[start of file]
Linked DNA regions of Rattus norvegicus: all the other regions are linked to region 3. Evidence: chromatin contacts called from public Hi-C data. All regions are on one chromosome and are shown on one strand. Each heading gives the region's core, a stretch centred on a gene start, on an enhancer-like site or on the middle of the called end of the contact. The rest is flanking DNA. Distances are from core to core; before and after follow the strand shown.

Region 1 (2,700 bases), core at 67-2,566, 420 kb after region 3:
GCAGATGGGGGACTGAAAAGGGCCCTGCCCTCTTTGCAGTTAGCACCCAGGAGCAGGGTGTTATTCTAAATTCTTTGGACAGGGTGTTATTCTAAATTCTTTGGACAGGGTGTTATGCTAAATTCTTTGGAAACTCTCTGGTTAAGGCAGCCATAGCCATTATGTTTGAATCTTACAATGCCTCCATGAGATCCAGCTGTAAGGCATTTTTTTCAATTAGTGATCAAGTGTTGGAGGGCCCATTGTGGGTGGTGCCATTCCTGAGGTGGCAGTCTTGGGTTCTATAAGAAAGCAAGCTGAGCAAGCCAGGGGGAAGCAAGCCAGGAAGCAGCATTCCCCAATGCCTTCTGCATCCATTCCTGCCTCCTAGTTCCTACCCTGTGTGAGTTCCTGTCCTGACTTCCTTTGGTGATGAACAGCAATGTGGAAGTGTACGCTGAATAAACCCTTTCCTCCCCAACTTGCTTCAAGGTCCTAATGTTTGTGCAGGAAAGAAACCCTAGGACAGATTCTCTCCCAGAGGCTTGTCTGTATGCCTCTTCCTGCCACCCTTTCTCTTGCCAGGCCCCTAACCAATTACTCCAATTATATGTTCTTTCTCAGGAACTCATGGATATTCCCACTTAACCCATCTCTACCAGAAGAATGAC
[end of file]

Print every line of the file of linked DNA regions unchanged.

Linked DNA regions of Rattus norvegicus: all the other regions are linked to region 3. Evidence: chromatin contacts called from public Hi-C data. All regions are on one chromosome and are shown on one strand. Each heading gives the region's core, a stretch centred on a gene start, on an enhancer-like site or on the middle of the called end of the contact. The rest is flanking DNA. Distances are from core to core; before and after follow the strand shown.

Region 1 (2,700 bases), core at 67-2,566, 420 kb after region 3:
GCAGATGGGGGACTGAAAAGGGCCCTGCCCTCTTTGCAGTTAGCACCCAGGAGCAGGGTGTTATTCTAAATTCTTTGGACAGGGTGTTATTCTAAATTCTTTGGACAGGGTGTTATGCTAAATTCTTTGGAAACTCTCTGGTTAAGGCAGCCATAGCCATTATGTTTGAATCTTACAATGCCTCCATGAGATCCAGCTGTAAGGCATTTTTTTCAATTAGTGATCAAGTGTTGGAGGGCCCATTGTGGGTGGTGCCATTCCTGAGGTGGCAGTCTTGGGTTCTATAAGAAAGCAAGCTGAGCAAGCCAGGGGGAAGCAAGCCAGGAAGCAGCATTCCCCAATGCCTTCTGCATCCATTCCTGCCTCCTAGTTCCTACCCTGTGTGAGTTCCTGTCCTGACTTCCTTTGGTGATGAACAGCAATGTGGAAGTGTACGCTGAATAAACCCTTTCCTCCCCAACTTGCTTCAAGGTCCTAATGTTTGTGCAGGAAAGAAACCCTAGGACAGATTCTCTCCCAGAGGCTTGTCTGTATGCCTCTTCCTGCCACCCTTTCTCTTGCCAGGCCCCTAACCAATTACTCCAATTATATGTTCTTTCTCAGGAACTCATGGATATTCCCACTTAACCCATCTCTACCAGAAGAATGAC